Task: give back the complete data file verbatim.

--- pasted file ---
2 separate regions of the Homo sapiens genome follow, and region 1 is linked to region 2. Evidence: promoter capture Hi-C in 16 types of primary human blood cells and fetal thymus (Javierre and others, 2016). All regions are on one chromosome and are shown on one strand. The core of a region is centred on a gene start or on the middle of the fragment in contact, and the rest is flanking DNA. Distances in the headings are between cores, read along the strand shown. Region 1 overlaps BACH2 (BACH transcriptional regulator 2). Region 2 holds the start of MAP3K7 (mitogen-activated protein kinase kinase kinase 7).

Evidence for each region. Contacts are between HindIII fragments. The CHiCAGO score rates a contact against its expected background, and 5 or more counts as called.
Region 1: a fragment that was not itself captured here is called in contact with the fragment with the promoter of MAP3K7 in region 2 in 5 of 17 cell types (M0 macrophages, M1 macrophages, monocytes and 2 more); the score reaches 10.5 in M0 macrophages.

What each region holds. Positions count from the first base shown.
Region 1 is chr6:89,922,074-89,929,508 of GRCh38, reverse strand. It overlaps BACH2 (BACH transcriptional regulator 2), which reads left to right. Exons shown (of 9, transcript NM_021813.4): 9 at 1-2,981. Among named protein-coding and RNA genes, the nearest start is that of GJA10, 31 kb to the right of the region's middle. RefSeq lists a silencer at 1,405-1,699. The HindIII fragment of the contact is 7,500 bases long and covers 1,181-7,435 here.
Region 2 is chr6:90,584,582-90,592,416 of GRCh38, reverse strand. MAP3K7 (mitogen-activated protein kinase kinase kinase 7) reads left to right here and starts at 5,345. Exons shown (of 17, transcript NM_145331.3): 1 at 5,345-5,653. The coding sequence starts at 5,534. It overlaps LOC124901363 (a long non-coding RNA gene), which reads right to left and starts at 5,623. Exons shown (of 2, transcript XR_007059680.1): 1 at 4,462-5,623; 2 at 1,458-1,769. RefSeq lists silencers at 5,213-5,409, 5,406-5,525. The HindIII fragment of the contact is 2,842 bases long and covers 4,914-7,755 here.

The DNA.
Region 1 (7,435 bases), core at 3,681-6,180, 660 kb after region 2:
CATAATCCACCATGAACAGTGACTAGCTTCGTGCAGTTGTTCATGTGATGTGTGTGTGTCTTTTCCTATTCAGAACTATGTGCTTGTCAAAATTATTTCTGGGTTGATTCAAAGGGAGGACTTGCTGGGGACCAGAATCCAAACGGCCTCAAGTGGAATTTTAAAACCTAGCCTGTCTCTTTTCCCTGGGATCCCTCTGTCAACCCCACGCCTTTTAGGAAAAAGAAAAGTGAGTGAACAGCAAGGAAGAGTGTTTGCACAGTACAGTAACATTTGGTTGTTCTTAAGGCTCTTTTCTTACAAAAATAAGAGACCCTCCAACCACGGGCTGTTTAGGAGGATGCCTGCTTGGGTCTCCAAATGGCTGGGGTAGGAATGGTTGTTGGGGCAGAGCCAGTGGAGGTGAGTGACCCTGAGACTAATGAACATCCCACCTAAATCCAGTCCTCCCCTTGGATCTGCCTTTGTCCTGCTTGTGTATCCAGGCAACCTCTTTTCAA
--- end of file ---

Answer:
2 separate regions of the Homo sapiens genome follow, and region 1 is linked to region 2. Evidence: promoter capture Hi-C in 16 types of primary human blood cells and fetal thymus (Javierre and others, 2016). All regions are on one chromosome and are shown on one strand. The core of a region is centred on a gene start or on the middle of the fragment in contact, and the rest is flanking DNA. Distances in the headings are between cores, read along the strand shown. Region 1 overlaps BACH2 (BACH transcriptional regulator 2). Region 2 holds the start of MAP3K7 (mitogen-activated protein kinase kinase kinase 7).

Evidence for each region. Contacts are between HindIII fragments. The CHiCAGO score rates a contact against its expected background, and 5 or more counts as called.
Region 1: a fragment that was not itself captured here is called in contact with the fragment with the promoter of MAP3K7 in region 2 in 5 of 17 cell types (M0 macrophages, M1 macrophages, monocytes and 2 more); the score reaches 10.5 in M0 macrophages.

What each region holds. Positions count from the first base shown.
Region 1 is chr6:89,922,074-89,929,508 of GRCh38, reverse strand. It overlaps BACH2 (BACH transcriptional regulator 2), which reads left to right. Exons shown (of 9, transcript NM_021813.4): 9 at 1-2,981. Among named protein-coding and RNA genes, the nearest start is that of GJA10, 31 kb to the right of the region's middle. RefSeq lists a silencer at 1,405-1,699. The HindIII fragment of the contact is 7,500 bases long and covers 1,181-7,435 here.
Region 2 is chr6:90,584,582-90,592,416 of GRCh38, reverse strand. MAP3K7 (mitogen-activated protein kinase kinase kinase 7) reads left to right here and starts at 5,345. Exons shown (of 17, transcript NM_145331.3): 1 at 5,345-5,653. The coding sequence starts at 5,534. It overlaps LOC124901363 (a long non-coding RNA gene), which reads right to left and starts at 5,623. Exons shown (of 2, transcript XR_007059680.1): 1 at 4,462-5,623; 2 at 1,458-1,769. RefSeq lists silencers at 5,213-5,409, 5,406-5,525. The HindIII fragment of the contact is 2,842 bases long and covers 4,914-7,755 here.

The DNA.
Region 1 (7,435 bases), core at 3,681-6,180, 660 kb after region 2:
CATAATCCACCATGAACAGTGACTAGCTTCGTGCAGTTGTTCATGTGATGTGTGTGTGTCTTTTCCTATTCAGAACTATGTGCTTGTCAAAATTATTTCTGGGTTGATTCAAAGGGAGGACTTGCTGGGGACCAGAATCCAAACGGCCTCAAGTGGAATTTTAAAACCTAGCCTGTCTCTTTTCCCTGGGATCCCTCTGTCAACCCCACGCCTTTTAGGAAAAAGAAAAGTGAGTGAACAGCAAGGAAGAGTGTTTGCACAGTACAGTAACATTTGGTTGTTCTTAAGGCTCTTTTCTTACAAAAATAAGAGACCCTCCAACCACGGGCTGTTTAGGAGGATGCCTGCTTGGGTCTCCAAATGGCTGGGGTAGGAATGGTTGTTGGGGCAGAGCCAGTGGAGGTGAGTGACCCTGAGACTAATGAACATCCCACCTAAATCCAGTCCTCCCCTTGGATCTGCCTTTGTCCTGCTTGTGTATCCAGGCAACCTCTTTTCAA